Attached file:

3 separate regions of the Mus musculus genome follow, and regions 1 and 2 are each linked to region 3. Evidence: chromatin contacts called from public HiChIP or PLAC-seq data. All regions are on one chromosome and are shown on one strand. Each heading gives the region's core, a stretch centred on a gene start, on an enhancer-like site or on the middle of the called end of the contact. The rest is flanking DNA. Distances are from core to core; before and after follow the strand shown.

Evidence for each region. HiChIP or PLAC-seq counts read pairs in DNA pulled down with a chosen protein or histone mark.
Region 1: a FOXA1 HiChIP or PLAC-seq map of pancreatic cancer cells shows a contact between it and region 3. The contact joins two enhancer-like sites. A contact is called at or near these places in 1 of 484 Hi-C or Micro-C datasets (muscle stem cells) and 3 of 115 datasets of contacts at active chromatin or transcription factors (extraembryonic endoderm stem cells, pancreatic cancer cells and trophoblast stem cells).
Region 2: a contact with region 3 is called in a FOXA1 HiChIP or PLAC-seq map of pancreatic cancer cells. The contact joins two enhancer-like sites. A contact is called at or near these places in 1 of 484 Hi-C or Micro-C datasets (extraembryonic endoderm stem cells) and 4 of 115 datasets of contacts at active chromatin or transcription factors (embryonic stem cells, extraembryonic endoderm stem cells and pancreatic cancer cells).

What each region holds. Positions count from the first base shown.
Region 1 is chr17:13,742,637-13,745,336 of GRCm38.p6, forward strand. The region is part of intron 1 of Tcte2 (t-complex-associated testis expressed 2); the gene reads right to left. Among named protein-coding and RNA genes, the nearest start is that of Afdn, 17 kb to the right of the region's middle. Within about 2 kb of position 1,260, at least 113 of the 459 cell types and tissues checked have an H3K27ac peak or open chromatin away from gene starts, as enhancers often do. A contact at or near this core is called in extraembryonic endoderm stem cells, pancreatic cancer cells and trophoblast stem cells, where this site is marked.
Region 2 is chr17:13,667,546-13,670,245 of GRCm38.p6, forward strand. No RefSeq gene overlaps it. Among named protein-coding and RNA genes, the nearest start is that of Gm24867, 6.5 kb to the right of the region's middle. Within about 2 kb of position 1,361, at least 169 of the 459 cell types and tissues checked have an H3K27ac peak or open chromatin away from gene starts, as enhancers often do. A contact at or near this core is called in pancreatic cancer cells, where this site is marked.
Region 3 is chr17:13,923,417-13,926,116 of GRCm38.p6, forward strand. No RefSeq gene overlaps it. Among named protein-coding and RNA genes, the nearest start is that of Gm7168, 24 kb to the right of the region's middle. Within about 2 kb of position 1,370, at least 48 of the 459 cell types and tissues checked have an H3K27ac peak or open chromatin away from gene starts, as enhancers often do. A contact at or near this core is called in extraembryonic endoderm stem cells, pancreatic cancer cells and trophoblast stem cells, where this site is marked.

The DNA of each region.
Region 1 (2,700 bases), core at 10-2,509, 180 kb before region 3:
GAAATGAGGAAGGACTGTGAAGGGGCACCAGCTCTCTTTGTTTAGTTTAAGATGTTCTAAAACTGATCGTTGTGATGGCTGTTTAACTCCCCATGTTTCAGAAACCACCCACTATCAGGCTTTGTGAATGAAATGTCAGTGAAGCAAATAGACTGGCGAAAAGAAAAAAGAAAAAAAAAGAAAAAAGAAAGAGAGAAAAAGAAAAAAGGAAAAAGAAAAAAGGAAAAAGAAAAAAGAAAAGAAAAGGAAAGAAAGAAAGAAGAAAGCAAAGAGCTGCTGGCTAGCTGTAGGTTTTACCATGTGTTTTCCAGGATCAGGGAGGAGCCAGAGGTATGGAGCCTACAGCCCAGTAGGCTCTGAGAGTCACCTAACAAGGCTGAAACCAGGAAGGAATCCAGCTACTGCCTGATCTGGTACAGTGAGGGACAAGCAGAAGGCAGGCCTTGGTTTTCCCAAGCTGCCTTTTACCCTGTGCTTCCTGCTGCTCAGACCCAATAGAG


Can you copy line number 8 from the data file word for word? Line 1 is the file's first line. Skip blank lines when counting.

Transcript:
Region 3 is chr17:13,923,417-13,926,116 of GRCm38.p6, forward strand. No RefSeq gene overlaps it. Among named protein-coding and RNA genes, the nearest start is that of Gm7168, 24 kb to the right of the region's middle. Within about 2 kb of position 1,370, at least 48 of the 459 cell types and tissues checked have an H3K27ac peak or open chromatin away from gene starts, as enhancers often do. A contact at or near this core is called in extraembryonic endoderm stem cells, pancreatic cancer cells and trophoblast stem cells, where this site is marked.